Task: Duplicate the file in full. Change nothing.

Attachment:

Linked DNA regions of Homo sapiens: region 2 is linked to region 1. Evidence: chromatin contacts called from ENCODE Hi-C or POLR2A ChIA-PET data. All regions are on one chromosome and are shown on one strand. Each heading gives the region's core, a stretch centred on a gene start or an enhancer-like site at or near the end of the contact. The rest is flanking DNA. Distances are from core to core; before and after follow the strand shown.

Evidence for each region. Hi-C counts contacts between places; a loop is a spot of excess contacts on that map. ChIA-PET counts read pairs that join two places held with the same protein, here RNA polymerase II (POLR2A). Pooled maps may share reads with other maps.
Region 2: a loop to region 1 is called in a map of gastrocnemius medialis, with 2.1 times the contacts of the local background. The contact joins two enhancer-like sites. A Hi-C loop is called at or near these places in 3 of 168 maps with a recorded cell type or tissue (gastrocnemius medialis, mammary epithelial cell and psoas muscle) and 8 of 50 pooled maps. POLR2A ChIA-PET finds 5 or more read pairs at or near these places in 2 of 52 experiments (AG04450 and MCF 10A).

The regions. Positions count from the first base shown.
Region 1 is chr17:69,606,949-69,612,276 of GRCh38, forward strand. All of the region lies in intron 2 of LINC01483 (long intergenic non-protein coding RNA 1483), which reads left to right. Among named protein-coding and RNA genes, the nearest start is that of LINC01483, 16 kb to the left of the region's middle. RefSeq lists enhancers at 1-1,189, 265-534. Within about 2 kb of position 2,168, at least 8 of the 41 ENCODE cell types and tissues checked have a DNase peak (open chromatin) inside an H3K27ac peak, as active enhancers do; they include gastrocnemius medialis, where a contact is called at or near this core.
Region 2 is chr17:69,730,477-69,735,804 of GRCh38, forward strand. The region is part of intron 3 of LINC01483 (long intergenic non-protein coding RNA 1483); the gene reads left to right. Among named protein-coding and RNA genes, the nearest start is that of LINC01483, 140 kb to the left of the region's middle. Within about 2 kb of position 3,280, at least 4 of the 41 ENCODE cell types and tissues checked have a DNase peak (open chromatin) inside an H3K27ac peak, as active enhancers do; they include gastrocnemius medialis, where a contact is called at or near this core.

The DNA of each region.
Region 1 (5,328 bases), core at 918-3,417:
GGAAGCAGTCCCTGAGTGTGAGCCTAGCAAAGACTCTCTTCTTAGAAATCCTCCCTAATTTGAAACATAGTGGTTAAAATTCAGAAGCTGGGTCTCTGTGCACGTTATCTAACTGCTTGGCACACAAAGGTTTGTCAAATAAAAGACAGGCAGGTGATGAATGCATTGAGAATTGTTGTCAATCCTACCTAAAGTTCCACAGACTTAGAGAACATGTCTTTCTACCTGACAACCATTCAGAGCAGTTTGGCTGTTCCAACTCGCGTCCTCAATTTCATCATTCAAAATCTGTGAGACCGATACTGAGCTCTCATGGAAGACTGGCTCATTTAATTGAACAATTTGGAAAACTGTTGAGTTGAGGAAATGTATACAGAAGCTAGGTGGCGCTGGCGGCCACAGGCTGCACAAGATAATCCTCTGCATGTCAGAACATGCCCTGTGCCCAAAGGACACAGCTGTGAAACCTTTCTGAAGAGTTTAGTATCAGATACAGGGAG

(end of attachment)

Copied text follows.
Linked DNA regions of Homo sapiens: region 2 is linked to region 1. Evidence: chromatin contacts called from ENCODE Hi-C or POLR2A ChIA-PET data. All regions are on one chromosome and are shown on one strand. Each heading gives the region's core, a stretch centred on a gene start or an enhancer-like site at or near the end of the contact. The rest is flanking DNA. Distances are from core to core; before and after follow the strand shown.

Evidence for each region. Hi-C counts contacts between places; a loop is a spot of excess contacts on that map. ChIA-PET counts read pairs that join two places held with the same protein, here RNA polymerase II (POLR2A). Pooled maps may share reads with other maps.
Region 2: a loop to region 1 is called in a map of gastrocnemius medialis, with 2.1 times the contacts of the local background. The contact joins two enhancer-like sites. A Hi-C loop is called at or near these places in 3 of 168 maps with a recorded cell type or tissue (gastrocnemius medialis, mammary epithelial cell and psoas muscle) and 8 of 50 pooled maps. POLR2A ChIA-PET finds 5 or more read pairs at or near these places in 2 of 52 experiments (AG04450 and MCF 10A).

The regions. Positions count from the first base shown.
Region 1 is chr17:69,606,949-69,612,276 of GRCh38, forward strand. All of the region lies in intron 2 of LINC01483 (long intergenic non-protein coding RNA 1483), which reads left to right. Among named protein-coding and RNA genes, the nearest start is that of LINC01483, 16 kb to the left of the region's middle. RefSeq lists enhancers at 1-1,189, 265-534. Within about 2 kb of position 2,168, at least 8 of the 41 ENCODE cell types and tissues checked have a DNase peak (open chromatin) inside an H3K27ac peak, as active enhancers do; they include gastrocnemius medialis, where a contact is called at or near this core.
Region 2 is chr17:69,730,477-69,735,804 of GRCh38, forward strand. The region is part of intron 3 of LINC01483 (long intergenic non-protein coding RNA 1483); the gene reads left to right. Among named protein-coding and RNA genes, the nearest start is that of LINC01483, 140 kb to the left of the region's middle. Within about 2 kb of position 3,280, at least 4 of the 41 ENCODE cell types and tissues checked have a DNase peak (open chromatin) inside an H3K27ac peak, as active enhancers do; they include gastrocnemius medialis, where a contact is called at or near this core.

The DNA of each region.
Region 1 (5,328 bases), core at 918-3,417:
GGAAGCAGTCCCTGAGTGTGAGCCTAGCAAAGACTCTCTTCTTAGAAATCCTCCCTAATTTGAAACATAGTGGTTAAAATTCAGAAGCTGGGTCTCTGTGCACGTTATCTAACTGCTTGGCACACAAAGGTTTGTCAAATAAAAGACAGGCAGGTGATGAATGCATTGAGAATTGTTGTCAATCCTACCTAAAGTTCCACAGACTTAGAGAACATGTCTTTCTACCTGACAACCATTCAGAGCAGTTTGGCTGTTCCAACTCGCGTCCTCAATTTCATCATTCAAAATCTGTGAGACCGATACTGAGCTCTCATGGAAGACTGGCTCATTTAATTGAACAATTTGGAAAACTGTTGAGTTGAGGAAATGTATACAGAAGCTAGGTGGCGCTGGCGGCCACAGGCTGCACAAGATAATCCTCTGCATGTCAGAACATGCCCTGTGCCCAAAGGACACAGCTGTGAAACCTTTCTGAAGAGTTTAGTATCAGATACAGGGAG